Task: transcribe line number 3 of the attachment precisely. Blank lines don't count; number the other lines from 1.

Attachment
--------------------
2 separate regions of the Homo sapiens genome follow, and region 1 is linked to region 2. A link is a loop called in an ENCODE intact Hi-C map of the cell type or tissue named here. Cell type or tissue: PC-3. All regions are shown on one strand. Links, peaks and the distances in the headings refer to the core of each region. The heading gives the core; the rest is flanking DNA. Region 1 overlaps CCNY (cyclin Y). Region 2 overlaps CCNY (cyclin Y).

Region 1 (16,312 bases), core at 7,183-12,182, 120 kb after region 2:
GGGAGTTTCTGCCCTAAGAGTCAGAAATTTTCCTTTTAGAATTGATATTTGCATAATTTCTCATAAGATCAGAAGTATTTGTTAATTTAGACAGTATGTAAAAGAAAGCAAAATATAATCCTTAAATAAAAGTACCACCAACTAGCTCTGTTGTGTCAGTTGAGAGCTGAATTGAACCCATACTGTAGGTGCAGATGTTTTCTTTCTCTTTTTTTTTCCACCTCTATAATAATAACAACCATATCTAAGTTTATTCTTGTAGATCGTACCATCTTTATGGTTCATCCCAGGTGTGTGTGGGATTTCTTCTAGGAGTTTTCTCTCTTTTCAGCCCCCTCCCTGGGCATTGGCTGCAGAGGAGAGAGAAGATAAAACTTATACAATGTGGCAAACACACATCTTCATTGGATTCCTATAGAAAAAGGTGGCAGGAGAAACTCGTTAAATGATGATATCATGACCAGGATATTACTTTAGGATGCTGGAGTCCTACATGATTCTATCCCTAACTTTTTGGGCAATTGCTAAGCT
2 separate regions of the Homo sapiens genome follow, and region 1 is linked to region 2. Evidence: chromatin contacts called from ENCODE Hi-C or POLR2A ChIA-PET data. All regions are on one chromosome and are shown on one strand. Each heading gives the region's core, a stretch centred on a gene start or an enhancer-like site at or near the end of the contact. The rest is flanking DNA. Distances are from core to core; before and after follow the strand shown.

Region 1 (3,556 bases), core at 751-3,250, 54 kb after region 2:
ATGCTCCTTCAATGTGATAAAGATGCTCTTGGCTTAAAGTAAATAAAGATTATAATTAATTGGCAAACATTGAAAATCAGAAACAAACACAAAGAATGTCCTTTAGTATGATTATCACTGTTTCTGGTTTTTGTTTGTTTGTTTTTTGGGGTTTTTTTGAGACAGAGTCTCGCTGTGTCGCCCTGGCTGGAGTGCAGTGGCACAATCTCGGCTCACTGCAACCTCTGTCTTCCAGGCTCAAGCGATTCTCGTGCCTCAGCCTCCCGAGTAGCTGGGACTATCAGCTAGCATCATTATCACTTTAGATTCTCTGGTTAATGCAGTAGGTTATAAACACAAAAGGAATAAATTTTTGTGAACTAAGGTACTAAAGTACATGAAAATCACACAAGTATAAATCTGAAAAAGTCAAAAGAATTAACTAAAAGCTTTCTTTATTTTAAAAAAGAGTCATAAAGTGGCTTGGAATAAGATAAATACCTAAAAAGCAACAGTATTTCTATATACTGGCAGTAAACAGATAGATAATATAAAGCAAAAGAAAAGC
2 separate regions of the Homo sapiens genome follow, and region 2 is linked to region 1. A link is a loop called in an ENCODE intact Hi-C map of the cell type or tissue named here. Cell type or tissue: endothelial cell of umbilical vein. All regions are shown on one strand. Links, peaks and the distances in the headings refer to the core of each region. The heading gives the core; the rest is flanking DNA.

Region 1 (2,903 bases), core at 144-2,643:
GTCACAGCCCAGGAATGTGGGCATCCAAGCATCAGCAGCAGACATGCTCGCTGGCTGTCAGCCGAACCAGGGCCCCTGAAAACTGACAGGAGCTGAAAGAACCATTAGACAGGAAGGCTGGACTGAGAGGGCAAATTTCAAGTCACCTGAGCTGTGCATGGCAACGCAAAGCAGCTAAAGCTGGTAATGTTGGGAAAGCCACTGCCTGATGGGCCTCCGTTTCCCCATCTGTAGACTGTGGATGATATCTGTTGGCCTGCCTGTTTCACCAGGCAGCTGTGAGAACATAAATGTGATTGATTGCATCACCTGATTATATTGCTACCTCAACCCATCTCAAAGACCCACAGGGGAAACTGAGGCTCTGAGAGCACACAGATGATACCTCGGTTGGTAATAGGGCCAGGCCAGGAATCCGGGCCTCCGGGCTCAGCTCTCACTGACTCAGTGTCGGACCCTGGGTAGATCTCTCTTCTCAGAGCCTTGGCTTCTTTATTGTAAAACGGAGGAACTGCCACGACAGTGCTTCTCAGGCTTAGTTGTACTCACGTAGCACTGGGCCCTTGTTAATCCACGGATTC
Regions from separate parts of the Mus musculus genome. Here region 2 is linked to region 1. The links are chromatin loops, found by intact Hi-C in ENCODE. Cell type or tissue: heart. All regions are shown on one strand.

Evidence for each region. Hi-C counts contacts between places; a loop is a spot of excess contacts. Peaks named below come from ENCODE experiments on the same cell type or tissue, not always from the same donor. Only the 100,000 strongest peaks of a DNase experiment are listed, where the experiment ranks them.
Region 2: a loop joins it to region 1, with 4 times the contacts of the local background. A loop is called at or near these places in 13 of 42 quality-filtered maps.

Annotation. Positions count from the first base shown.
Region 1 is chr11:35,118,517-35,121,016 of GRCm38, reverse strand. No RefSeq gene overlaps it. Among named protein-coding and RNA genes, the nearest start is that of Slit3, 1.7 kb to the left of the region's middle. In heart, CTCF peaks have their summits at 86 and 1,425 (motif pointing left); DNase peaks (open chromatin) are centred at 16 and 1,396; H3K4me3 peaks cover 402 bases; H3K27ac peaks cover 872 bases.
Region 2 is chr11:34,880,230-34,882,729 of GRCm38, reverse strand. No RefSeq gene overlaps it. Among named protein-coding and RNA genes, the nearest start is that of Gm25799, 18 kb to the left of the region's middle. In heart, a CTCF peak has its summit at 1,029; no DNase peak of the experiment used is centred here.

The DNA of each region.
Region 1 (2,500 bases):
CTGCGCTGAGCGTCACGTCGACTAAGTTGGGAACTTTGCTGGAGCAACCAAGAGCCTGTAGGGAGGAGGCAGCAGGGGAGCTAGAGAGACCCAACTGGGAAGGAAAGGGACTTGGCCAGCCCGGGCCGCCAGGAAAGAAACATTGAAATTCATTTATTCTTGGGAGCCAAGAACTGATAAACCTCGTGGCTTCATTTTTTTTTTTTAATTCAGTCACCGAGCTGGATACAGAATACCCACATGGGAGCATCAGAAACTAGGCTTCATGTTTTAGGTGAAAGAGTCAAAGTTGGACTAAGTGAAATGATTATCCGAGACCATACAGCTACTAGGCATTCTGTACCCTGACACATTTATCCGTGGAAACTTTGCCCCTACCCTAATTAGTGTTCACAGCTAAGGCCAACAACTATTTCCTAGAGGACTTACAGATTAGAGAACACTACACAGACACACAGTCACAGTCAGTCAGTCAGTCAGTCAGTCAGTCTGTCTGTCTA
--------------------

GGGAGTTTCTGCCCTAAGAGTCAGAAATTTTCCTTTTAGAATTGATATTTGCATAATTTCTCATAAGATCAGAAGTATTTGTTAATTTAGACAGTATGTAAAAGAAAGCAAAATATAATCCTTAAATAAAAGTACCACCAACTAGCTCTGTTGTGTCAGTTGAGAGCTGAATTGAACCCATACTGTAGGTGCAGATGTTTTCTTTCTCTTTTTTTTTCCACCTCTATAATAATAACAACCATATCTAAGTTTATTCTTGTAGATCGTACCATCTTTATGGTTCATCCCAGGTGTGTGTGGGATTTCTTCTAGGAGTTTTCTCTCTTTTCAGCCCCCTCCCTGGGCATTGGCTGCAGAGGAGAGAGAAGATAAAACTTATACAATGTGGCAAACACACATCTTCATTGGATTCCTATAGAAAAAGGTGGCAGGAGAAACTCGTTAAATGATGATATCATGACCAGGATATTACTTTAGGATGCTGGAGTCCTACATGATTCTATCCCTAACTTTTTGGGCAATTGCTAAGCT